This is such a complex issue. We don’t want to end up like Maoist China where every written work was scrutinized and poets went crazy…literally. In Canada, Milton Acorn, one of our well-known poets, was part of a Maoist group in the 70’s that did the same thing to him…literally drove him to a breakdown. On the other hand, we want to make sure, particularly as white, anglo writers (which I am) that we don’t assume the world actually is as we see it from our lived experience. In this case, a reasonable sensitivity reader would be helpful in pointing out words or phrases that assume the above without owning the limitation of the lived experience of the writer. I have a poem about a fictional conversation with an indigenous woman at a rally and I’m afraid to publish it in case I’m appropriating, although the woman does all the talking, not me. Perhaps it would help to publish some actual writing that underwent sensitivity reading and publish the changes that were suggested. This would clarify and put an end to the paranoia this topic engenders.

  61. Geleta Fenton says:

    (1) You are a publisher. (2) You asked for comments on publishers hiring sensitivity readers. And you have the pompous nerve to say “Your comment is awaiting moderation.” To censor my words. Ah, yes, Big Brother is here and you are one of them. I have often recommended your site when speaking to writers. No longer. Bye Bye Big Brother Bookbaby.

    1. Andre says:

      Sheesh. We get so many spammy, self-promotional, and unrelated comments on our blogs that we’ve chosen to read and approve comments to make sure they relate to the content and aren’t a bot-generated ad or completely off topic. If it relates to the content — pro or con — and contributes to the conversation, all comments get approved.

  62. Tim says:

    Personally I wouldn’t use a sensitivity reader. You can’t judge how a large group of people will react based on the reaction of one person. While I can appreciate some authors wanting to respect the feelings of their readers we all know it is impossible to make everyone happy. Something about a writers work might offend at least one person. Whether it is the subject matter being written or certain scenes or things the character does and says. Plus getting a book published can be a rather expensive process so why lose more money? But if that is what you want to do then go ahead. Authors need the freedom to write as they see fit. While it is always nice to get some good and honest critique we can’t let that dictate how we write simply because we don’t want to offend anyone.

    1. Chris says:

      Good point, Tim… Spend more money on getting a sensitivity reader to make sure you publish a bland book that no one will want to buy.

      Yeah… That’ll work out fine, won’t it?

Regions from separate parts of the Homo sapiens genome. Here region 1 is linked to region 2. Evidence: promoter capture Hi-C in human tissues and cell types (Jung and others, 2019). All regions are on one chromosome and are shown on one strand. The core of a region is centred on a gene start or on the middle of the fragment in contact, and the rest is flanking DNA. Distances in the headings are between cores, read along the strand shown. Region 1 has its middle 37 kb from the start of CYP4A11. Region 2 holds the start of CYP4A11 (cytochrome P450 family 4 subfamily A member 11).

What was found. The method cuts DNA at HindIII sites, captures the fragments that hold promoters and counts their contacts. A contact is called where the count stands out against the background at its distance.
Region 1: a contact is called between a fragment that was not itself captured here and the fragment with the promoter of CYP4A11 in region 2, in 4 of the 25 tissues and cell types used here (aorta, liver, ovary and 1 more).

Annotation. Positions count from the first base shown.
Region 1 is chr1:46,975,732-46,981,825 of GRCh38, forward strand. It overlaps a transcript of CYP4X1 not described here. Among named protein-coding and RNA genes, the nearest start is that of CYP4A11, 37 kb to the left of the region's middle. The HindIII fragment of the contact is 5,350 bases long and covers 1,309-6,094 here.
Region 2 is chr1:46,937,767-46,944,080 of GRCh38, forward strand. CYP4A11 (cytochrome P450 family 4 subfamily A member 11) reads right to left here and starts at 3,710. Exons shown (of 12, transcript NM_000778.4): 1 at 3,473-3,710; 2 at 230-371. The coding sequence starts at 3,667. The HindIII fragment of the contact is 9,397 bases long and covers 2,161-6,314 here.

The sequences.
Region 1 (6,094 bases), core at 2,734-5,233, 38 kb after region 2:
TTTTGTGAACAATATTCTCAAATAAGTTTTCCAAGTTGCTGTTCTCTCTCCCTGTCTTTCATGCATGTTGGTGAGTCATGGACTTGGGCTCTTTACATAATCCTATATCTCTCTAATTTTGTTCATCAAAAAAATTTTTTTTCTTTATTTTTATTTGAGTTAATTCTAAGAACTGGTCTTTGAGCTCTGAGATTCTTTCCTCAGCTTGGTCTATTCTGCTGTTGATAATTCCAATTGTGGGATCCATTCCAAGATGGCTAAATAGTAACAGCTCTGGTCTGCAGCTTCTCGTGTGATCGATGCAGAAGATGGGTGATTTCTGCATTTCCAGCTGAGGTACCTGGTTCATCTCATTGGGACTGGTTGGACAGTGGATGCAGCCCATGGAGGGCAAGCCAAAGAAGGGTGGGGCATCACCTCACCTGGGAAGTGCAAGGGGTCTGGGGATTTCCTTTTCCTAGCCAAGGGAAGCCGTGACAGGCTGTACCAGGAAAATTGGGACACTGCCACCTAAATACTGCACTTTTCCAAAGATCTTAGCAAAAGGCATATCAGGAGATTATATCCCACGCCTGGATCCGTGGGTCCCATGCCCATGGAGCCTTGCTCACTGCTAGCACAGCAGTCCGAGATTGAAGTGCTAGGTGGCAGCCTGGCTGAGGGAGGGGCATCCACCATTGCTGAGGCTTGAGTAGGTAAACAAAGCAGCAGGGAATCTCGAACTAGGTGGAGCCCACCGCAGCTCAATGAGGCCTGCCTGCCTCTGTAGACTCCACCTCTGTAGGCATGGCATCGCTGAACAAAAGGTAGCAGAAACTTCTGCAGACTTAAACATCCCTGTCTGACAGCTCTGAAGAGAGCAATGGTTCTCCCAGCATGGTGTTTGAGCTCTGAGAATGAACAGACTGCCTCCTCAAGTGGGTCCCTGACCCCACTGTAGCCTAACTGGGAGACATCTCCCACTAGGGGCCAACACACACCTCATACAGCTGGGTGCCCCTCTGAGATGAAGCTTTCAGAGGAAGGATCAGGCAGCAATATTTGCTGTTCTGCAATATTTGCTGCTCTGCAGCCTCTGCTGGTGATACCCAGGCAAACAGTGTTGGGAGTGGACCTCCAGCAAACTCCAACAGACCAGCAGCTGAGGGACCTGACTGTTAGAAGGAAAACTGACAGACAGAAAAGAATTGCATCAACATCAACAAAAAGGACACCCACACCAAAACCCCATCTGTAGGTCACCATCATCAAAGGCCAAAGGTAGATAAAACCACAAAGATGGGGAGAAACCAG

63. Robin Petro says:

    I might be more worried if I wasn’t offending anyone. If my work is too refined it may sink to the level of pap. Recently I was editing a poem of mine and thought twice about saying that a Japanese violinist treated his violin as if it was Godzilla trying to eat his face. Then I realized that someone might have a problem with that. I decided to leave it in.

  64. Ann SIms says:

    I am not sure if my interpretation is correct. But what I think I am hearing is it’s about being politically correct in the Millenial. I can only imagine that Beige kind of thinking would lack impact. if it’s trying to be all things to all people.

    However, I personally have become offended and discarded a Book because of all the nonstop Blasphemy and overdose of Vulgar language.I could not even find the Plot.

    I have recently heard an older lady say. I have always loved reading and have been apart of the Library book club and gets piles of books delivered to my home. But quite honestly, in the later years I find, I am having to push many aside as they are perverted and She said she felt negatively impacted.

    Another said. I have been asked to read this book. But quite honestly I just feel contaminated like being in a river of filth.

    One Librarian commented. I read older period books because I feel they are safer. I can trust that the period will have those standards and Values.
    from a Marketplace point of view. Authors should be mindful that without considering some of these issues Sales could be affected.

  65. Traditional publishing has become a recycling business, especially in erotic romance. I made a conscious decision to write for the discerning and sophisticated readers who, like me, want to read something substantial and worthwhile instead of disposable book products. I wanted to write books for readers who are ambitious enough to want to read about different lives and situation, cultures & ethnic groups, not readers who want what they can “identify with”. I write about sex but I wont do the chains and whips and humiliation, because I wouldn’t let anyone do that with me and I find it demeaning. I want readers who are selective, experimental and sophisticated.

    I have deliberately refrained from bowing to publishers’ editors who want me to write books that they have decided “will sell”. I’m fully aware of this manipulative ploy that is calculated towards “trimming” readers, particularly women, to only read a particular type of literature; the type that goes by the name “commercial” or “mainstream”.

    I have nothing against readers who prefer erotica that involves physical and social pain and humiliation. But I prefer erotic psychological battles. I’m not letting any editor/publisher force me into “damaged” protagonists and their torture chambers for women. I refuse to write ©McErotica and pen down ©Sophisterotica, no copycat million shades of idiocy for women.

  66. Linda says: